On a day like today, with a beautiful blue sky and light, cool breeze to kiss my cheek, I think of life in its fullness. It is hard not to be in awe with the birds chirping and the tree leaves moving ever so slightly. The awesome nature of creation can overwhelm us. But it can also remind us of something powerful: God’s creation is ever-working in our world. Now, this may seem like a cliché, but our world is in a constant state of creation and re-creation. In this constantly changing world, we are both learning more about God and realizing the greater mystery of God.
Growing up in a home deeply rooted in both Christianity and science, I was taught to appreciate both the order and circle of life, and the role God played in it. As a good friend of our family—a top research scientist at the national laboratories outside of Chicago—said, “Science and faith, they prove each other.” In his spare time, he developed a theory linking evolution and the creation stories of the Bible.
I often struggle with the antiseptic understanding of creation that is given in Genesis and the scientific, chaotic types of creation still present in our world. I believe that we are still in a time of creation and re-creation. I don’t believe that the world is going to end any time soon, and that the struggles that we encounter have more to do with our human resistance to change than God’s enduring wrath.
I heard a story a few years back on National Public Radio talking about the scientific reasons that the Stradivarius has such a beautiful sound that could not be duplicated today. The speaker said that it had to do with the weather previously being colder and the trees denser, creating a special kind of wood.
Now, we know scientifically that the weather is not constant. Some years it is cooler, others warmer. That just seems to be a natural pattern of our world. As I understand it, creation in the natural world is still happening. Every once in a while, I will read of a discovery of a new creature or a significant evolution of another.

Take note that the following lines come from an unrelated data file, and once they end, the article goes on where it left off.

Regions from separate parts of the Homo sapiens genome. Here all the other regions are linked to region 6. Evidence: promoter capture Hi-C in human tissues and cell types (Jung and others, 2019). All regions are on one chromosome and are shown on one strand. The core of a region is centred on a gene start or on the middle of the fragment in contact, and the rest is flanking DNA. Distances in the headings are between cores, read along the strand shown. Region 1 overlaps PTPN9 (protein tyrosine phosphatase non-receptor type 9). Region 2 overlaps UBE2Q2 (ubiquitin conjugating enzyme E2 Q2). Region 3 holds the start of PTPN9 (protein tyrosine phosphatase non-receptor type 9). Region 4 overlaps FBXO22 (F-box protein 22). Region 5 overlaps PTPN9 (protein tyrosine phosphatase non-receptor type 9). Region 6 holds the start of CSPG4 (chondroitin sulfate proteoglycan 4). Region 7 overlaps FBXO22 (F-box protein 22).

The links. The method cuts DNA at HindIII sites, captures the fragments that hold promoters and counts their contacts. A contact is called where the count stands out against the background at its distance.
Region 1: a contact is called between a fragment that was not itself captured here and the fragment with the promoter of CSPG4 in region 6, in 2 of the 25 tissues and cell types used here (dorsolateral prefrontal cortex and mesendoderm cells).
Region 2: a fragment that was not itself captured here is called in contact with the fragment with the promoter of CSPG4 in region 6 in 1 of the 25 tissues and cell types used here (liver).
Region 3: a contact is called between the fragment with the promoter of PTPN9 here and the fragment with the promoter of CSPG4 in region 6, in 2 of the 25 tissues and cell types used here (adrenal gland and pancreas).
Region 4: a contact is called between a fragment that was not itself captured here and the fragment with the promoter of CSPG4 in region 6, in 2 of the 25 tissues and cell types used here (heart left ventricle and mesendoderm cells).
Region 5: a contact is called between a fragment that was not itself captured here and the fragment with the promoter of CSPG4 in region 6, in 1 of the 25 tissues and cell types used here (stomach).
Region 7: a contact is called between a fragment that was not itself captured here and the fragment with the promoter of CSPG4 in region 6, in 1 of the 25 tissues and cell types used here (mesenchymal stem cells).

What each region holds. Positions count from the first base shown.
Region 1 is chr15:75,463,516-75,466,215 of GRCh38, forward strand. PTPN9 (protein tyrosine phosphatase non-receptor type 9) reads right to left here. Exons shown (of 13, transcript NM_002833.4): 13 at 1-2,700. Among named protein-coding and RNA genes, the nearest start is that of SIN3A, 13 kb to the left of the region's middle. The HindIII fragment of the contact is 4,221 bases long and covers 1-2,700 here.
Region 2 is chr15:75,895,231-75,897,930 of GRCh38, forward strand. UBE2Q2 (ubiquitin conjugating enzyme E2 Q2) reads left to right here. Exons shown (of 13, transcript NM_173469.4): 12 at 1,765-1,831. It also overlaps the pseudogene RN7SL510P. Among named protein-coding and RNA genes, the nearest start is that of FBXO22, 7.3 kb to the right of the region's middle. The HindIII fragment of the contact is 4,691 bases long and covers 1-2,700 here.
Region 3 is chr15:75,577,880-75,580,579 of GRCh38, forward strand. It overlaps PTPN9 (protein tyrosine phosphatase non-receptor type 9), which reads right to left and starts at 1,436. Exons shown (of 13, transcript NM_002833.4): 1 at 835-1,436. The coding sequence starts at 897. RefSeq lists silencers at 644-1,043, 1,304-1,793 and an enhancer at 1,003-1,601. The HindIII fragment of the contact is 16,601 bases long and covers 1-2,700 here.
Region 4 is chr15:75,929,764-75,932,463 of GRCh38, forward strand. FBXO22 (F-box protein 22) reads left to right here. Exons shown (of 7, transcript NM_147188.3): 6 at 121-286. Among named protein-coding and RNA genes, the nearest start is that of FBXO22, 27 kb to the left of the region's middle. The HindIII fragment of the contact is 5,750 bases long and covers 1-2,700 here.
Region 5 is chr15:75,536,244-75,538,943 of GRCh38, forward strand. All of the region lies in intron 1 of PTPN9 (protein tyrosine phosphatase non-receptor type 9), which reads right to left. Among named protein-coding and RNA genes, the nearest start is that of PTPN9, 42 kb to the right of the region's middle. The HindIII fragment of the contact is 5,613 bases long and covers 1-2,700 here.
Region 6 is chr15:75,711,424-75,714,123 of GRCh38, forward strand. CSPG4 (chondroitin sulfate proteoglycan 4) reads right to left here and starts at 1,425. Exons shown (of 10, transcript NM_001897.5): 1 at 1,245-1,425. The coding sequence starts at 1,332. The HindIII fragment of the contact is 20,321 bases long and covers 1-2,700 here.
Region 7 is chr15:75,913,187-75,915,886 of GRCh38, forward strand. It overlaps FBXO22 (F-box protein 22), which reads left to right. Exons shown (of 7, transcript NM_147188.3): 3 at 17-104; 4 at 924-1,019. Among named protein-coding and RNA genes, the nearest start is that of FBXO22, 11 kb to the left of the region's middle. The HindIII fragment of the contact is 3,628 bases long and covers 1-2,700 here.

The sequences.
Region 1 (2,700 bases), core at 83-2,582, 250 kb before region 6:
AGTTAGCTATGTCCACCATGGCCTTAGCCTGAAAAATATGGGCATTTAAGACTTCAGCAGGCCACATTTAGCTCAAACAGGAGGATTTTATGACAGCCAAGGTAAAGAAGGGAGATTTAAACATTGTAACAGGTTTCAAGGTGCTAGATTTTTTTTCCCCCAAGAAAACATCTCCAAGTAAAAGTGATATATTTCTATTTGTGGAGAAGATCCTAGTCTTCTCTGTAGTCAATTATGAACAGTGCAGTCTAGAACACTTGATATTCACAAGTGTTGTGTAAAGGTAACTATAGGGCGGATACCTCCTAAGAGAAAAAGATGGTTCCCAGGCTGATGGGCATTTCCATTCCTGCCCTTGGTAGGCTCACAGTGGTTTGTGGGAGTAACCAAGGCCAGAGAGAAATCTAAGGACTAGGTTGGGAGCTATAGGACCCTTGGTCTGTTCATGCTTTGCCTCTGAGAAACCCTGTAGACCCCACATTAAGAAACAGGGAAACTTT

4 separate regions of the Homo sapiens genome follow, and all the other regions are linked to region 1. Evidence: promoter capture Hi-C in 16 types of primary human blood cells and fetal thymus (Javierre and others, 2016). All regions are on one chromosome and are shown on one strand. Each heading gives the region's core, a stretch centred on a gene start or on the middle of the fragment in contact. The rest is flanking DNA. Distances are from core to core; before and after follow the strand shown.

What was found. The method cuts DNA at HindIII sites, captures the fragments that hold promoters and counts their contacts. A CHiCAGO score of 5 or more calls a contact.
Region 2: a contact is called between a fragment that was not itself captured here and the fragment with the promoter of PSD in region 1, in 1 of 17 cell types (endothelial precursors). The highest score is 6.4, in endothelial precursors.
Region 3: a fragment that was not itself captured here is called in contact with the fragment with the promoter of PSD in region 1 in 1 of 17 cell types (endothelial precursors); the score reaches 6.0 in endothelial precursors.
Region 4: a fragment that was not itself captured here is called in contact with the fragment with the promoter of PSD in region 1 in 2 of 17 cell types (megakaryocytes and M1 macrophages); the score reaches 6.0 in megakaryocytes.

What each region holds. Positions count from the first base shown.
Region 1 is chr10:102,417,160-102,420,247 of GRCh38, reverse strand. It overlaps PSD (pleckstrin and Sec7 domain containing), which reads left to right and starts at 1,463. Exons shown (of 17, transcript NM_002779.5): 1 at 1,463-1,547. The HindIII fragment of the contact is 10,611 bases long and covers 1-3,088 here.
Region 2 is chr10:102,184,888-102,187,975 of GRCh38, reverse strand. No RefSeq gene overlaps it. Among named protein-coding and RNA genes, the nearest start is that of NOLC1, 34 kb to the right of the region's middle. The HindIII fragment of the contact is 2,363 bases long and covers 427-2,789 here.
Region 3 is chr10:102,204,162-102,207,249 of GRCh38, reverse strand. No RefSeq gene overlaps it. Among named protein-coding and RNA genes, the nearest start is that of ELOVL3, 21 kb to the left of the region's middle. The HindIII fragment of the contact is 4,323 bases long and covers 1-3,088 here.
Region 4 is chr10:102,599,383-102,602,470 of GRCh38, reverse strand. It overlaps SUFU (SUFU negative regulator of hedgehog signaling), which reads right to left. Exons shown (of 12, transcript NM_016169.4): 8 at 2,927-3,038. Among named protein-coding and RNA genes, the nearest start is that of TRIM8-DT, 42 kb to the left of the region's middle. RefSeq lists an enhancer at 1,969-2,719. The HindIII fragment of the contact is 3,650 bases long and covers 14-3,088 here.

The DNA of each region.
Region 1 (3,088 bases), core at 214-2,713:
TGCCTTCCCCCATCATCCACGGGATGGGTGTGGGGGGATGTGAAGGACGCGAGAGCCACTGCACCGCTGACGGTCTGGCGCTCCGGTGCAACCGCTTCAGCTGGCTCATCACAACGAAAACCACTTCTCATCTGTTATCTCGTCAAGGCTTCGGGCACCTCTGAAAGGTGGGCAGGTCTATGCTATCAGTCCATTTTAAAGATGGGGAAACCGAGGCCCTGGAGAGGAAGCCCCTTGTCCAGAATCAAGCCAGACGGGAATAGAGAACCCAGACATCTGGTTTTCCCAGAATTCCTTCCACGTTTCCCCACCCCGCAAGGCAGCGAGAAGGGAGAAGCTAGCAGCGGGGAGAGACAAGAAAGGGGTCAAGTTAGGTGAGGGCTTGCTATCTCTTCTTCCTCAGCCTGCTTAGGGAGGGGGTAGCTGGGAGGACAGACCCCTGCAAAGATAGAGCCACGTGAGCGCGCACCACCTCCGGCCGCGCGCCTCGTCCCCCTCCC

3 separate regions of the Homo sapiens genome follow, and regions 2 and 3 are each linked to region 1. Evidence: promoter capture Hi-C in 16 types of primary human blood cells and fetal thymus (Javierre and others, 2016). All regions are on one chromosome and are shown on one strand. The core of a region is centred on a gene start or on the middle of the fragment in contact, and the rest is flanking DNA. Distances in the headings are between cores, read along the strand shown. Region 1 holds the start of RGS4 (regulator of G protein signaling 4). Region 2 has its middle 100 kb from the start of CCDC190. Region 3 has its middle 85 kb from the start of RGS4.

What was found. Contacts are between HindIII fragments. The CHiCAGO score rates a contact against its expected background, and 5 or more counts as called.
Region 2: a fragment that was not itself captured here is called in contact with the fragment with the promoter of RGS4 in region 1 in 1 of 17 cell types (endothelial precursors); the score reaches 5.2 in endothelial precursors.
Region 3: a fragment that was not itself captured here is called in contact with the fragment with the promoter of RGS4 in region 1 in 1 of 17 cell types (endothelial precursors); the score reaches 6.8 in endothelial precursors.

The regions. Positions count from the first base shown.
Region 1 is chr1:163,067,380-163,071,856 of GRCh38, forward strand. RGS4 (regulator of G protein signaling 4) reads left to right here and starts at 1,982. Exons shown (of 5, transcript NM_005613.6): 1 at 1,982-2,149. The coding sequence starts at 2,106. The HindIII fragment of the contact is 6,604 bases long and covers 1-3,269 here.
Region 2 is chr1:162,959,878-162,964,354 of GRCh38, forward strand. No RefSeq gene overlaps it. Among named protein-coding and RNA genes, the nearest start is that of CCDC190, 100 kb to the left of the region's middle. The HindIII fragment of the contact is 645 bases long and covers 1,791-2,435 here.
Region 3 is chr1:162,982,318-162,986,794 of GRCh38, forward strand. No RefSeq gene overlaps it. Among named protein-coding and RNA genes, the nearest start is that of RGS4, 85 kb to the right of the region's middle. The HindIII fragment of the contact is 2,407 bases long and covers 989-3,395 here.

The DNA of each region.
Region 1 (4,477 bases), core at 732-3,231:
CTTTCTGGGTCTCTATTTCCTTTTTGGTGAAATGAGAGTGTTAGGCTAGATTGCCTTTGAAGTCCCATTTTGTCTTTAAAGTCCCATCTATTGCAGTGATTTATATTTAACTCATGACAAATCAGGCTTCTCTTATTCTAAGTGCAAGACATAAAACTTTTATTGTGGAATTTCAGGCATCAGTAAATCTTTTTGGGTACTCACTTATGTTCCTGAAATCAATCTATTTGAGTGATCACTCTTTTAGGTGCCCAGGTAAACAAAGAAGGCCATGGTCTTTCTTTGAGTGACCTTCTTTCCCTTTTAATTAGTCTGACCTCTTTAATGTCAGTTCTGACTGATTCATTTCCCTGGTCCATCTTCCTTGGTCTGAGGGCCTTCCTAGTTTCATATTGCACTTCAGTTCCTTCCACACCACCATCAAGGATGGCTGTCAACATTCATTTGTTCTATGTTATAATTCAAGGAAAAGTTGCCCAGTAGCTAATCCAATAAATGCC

It makes me think of “growing-up.” When we come into the world, we know only our little world. We have a defiant personality, though our limitations make that hard to express. The world around us begins to change and we begin to learn about our environment. As we are exposed to new things, we grow in our intellect and understanding of the world, which causes us to change.
Hence the statement by Paul in his letter to the people of Corinth, “When I was a child, I spoke like a child, I thought like a child, I reasoned like a child; when I became an adult, I put an end to childish ways.” In other words, once you have grown, you are expected to move into your new reality. What would society be like if after graduation, nobody went to work or applied their skills and gifts to their community. Our society would eventually crumble, not only due to lack of labor, but also because it would stop growing and changing.
A great friend of mine, my college mentor, told me, “Life is about learning until you get to the point when you have learned that you know nothing, and then you begin to learn even more.” This is why we go back to read and reread the Bible. This is also why we come to church, even when we know the story that is going to be preached. Because even though we may know the stories and teachings backwards and forwards, our changing perspectives and understandings always give new insight and learning.
We have to remember that God’s creation is still at work in our world. The seasons bring us birth and death every year. People and our environments are ever-changing and growing. Our communities are always changing and re-creating themselves, and people are ever-changing and growing, and life continues to move forward.
Rev. Dr. Bryan James Franzen